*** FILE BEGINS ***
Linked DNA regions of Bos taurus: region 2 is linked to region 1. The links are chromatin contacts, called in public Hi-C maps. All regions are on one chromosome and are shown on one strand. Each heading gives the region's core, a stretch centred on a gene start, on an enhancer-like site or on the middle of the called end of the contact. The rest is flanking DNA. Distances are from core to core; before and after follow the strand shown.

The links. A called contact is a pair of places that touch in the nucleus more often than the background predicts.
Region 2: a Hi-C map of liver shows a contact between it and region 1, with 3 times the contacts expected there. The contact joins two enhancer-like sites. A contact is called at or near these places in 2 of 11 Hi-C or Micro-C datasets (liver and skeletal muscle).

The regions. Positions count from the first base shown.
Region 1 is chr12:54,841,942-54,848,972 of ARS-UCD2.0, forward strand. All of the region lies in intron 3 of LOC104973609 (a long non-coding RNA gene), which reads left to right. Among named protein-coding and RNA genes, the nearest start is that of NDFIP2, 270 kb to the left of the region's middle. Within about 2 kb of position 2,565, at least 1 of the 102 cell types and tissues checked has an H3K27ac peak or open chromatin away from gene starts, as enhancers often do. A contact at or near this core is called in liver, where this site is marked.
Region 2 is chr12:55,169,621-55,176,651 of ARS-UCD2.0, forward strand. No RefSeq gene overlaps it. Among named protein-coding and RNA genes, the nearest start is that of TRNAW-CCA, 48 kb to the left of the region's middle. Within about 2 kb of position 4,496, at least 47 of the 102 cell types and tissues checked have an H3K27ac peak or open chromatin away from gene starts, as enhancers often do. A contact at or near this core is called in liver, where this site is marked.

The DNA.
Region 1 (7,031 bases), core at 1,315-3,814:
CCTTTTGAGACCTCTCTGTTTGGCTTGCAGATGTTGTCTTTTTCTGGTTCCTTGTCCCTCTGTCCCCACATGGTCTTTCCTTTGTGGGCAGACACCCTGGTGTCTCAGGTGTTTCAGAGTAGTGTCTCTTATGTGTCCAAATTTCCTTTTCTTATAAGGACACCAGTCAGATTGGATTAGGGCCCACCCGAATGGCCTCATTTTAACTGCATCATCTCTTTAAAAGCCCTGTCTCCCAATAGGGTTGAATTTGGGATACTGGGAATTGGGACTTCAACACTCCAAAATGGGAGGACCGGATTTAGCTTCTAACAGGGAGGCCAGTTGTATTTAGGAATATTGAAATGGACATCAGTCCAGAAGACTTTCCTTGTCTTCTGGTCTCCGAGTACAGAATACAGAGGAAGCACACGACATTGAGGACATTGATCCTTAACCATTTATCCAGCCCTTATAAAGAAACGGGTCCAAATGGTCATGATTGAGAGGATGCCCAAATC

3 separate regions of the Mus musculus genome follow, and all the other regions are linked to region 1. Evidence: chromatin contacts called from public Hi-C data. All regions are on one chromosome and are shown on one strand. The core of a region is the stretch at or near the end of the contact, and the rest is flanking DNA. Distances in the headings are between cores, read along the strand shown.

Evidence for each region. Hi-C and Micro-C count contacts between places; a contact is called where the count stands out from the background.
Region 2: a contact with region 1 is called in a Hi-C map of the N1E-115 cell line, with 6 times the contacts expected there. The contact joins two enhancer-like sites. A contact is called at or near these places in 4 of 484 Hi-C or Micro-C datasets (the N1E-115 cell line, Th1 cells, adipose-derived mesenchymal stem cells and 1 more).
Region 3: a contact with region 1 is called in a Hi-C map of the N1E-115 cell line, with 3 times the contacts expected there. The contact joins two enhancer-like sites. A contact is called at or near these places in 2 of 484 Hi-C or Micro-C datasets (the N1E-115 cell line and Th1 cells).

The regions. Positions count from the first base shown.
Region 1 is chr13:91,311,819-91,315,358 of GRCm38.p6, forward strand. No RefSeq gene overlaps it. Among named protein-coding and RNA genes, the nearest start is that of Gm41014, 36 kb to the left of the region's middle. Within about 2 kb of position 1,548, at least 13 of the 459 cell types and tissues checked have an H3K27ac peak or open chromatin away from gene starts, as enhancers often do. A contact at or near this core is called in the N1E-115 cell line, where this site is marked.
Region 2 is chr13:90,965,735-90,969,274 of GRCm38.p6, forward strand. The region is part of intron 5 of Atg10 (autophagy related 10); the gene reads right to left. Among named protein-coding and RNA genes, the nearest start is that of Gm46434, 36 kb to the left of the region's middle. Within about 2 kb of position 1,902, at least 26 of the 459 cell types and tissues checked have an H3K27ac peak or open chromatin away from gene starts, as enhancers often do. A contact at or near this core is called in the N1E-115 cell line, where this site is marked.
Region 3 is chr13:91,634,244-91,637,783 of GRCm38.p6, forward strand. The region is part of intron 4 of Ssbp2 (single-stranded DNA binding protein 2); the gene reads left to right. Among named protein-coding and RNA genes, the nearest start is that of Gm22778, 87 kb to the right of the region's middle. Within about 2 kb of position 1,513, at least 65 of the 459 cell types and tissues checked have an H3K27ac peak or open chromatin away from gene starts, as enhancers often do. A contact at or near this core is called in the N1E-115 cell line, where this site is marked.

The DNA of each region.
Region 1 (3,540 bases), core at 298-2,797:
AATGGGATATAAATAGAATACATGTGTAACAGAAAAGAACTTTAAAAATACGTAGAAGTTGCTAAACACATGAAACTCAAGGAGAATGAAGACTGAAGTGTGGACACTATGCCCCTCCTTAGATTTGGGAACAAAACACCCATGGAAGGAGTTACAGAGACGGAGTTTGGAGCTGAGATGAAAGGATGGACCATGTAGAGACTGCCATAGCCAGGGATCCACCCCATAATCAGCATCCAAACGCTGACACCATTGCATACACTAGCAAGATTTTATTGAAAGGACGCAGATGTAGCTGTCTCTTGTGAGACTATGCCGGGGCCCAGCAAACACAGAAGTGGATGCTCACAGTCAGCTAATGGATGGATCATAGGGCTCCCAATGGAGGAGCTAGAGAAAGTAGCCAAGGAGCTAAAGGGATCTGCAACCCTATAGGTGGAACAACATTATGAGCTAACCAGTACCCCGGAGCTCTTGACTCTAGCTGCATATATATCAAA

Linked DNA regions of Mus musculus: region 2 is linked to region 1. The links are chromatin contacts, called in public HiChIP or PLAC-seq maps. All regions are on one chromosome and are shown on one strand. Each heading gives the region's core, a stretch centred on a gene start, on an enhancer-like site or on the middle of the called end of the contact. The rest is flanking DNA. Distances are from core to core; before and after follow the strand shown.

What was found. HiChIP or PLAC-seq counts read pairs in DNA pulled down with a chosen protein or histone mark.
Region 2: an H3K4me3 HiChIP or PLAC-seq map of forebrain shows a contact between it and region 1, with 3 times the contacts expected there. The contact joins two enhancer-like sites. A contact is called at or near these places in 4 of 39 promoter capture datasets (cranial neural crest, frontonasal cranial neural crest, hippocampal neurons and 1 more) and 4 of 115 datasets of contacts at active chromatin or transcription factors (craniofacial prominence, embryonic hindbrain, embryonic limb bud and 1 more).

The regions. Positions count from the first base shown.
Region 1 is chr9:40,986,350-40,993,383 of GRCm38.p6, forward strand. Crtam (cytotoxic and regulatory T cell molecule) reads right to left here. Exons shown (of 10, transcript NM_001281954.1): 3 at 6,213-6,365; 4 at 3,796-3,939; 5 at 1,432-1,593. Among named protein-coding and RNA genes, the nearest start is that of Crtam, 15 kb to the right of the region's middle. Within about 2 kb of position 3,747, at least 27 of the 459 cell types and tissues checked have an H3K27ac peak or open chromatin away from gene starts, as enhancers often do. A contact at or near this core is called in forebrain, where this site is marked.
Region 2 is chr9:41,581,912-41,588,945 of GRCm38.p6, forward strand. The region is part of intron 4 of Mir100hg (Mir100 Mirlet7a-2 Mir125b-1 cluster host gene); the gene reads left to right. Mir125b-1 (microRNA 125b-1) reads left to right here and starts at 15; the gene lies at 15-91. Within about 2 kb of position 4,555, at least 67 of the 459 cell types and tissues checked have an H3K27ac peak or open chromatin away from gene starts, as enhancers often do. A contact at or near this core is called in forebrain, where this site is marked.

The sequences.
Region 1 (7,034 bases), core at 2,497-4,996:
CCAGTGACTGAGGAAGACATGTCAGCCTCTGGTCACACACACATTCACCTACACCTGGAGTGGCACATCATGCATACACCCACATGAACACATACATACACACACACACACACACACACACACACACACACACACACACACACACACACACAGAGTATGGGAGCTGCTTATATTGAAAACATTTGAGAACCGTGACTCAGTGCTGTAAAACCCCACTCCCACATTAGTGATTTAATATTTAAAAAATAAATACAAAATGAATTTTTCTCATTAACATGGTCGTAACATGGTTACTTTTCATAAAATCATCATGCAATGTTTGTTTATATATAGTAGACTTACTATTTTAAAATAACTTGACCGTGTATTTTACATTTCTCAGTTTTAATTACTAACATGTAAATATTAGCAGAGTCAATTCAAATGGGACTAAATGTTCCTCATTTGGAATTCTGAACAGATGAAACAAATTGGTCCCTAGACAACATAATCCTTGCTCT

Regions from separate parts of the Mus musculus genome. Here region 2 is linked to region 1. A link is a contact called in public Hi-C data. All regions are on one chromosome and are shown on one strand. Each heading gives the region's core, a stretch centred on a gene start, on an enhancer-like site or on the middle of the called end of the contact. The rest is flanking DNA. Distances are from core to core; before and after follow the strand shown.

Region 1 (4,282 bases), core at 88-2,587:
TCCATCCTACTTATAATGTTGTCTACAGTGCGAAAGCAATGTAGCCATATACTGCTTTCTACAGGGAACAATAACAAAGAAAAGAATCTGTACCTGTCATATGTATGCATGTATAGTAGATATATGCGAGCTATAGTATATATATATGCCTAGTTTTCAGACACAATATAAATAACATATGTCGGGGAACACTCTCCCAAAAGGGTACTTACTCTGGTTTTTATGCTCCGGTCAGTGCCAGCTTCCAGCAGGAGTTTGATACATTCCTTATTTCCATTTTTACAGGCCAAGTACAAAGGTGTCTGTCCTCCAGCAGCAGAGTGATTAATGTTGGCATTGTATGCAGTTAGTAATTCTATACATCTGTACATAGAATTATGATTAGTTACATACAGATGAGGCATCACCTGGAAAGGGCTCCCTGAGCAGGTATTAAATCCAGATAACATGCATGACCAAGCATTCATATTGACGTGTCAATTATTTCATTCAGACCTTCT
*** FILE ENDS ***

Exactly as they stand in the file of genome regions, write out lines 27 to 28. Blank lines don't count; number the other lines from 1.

The sequences.
Region 1 (7,034 bases), core at 2,497-4,996: